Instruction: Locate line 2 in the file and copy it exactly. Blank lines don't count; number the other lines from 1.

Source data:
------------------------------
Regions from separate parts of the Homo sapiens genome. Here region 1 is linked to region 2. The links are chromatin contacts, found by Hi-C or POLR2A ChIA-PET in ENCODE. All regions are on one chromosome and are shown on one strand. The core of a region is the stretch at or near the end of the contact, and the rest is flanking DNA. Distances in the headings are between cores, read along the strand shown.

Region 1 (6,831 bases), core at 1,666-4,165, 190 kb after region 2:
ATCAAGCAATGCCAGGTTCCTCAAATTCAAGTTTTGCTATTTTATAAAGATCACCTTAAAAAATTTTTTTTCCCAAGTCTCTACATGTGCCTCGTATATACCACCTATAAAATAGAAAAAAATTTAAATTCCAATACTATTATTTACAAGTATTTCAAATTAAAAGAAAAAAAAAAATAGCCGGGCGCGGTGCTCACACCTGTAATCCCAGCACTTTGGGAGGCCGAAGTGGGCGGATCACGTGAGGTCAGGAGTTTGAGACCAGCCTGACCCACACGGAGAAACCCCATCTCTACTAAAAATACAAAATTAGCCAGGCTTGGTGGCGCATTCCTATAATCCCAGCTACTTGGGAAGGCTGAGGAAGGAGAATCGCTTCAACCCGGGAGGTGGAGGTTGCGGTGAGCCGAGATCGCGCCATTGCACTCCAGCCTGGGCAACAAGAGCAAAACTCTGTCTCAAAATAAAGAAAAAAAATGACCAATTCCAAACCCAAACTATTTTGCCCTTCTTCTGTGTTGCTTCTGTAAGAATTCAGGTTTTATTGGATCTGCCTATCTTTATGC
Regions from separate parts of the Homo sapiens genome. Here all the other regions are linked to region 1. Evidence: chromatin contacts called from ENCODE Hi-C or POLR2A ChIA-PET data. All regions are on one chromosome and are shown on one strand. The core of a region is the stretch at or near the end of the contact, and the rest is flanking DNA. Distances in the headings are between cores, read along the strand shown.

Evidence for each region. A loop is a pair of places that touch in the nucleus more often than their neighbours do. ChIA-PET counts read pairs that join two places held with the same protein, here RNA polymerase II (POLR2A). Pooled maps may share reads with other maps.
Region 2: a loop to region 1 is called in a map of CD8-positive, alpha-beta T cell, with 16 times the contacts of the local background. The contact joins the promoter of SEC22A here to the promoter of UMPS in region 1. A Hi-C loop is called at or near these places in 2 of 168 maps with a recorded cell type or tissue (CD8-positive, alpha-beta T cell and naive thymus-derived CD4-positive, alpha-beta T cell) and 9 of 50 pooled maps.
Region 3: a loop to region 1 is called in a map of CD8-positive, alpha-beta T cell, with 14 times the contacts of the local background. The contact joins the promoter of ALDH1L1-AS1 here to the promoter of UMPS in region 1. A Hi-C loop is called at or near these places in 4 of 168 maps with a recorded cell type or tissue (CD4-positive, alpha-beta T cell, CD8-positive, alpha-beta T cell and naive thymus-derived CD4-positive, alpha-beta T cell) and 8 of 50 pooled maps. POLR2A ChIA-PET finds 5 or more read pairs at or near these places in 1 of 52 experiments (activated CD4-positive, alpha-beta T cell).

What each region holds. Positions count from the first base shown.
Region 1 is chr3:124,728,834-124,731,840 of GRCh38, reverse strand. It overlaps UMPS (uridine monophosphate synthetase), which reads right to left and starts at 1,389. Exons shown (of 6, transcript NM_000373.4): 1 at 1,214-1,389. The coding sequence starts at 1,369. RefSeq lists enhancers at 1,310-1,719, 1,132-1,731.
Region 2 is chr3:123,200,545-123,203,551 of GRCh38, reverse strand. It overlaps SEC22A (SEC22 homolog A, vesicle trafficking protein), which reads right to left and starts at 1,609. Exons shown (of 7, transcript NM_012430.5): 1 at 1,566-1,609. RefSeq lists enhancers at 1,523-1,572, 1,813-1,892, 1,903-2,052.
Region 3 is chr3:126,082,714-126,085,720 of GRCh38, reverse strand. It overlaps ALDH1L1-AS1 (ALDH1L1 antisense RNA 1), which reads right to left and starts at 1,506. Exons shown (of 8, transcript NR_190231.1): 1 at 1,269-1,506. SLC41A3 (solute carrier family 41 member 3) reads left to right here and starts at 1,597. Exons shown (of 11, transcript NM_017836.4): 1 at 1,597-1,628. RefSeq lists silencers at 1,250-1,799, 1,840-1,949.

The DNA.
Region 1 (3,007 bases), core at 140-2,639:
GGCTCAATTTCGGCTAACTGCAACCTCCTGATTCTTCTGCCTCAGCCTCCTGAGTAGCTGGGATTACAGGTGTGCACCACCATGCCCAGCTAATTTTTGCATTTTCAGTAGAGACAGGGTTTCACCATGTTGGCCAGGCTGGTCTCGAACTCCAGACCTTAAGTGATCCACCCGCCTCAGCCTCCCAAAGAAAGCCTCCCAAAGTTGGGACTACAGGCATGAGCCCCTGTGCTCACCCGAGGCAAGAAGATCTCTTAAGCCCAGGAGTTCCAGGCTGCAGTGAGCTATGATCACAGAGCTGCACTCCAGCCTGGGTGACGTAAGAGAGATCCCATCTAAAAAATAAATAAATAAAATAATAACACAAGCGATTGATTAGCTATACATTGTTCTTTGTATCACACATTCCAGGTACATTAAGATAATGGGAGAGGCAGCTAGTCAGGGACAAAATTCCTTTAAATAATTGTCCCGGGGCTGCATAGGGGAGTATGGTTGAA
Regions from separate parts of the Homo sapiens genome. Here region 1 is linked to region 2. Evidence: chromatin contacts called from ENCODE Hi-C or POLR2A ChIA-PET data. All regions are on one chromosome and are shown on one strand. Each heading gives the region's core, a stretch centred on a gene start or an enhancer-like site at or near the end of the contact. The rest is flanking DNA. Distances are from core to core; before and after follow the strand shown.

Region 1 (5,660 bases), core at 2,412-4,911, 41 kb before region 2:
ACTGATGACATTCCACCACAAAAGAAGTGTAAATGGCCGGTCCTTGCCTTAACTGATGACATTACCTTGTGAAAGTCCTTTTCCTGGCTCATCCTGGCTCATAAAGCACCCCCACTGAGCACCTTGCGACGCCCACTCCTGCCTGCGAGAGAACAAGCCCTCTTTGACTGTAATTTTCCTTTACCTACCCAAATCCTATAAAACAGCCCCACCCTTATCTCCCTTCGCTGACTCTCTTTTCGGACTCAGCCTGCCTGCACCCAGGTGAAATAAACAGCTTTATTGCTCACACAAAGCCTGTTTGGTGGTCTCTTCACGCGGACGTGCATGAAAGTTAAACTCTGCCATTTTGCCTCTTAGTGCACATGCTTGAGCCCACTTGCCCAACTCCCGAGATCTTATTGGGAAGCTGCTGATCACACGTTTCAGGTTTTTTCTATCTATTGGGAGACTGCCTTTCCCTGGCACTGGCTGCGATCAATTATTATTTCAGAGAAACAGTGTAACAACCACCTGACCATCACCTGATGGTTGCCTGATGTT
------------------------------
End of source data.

Region 1 (6,831 bases), core at 1,666-4,165, 190 kb after region 2: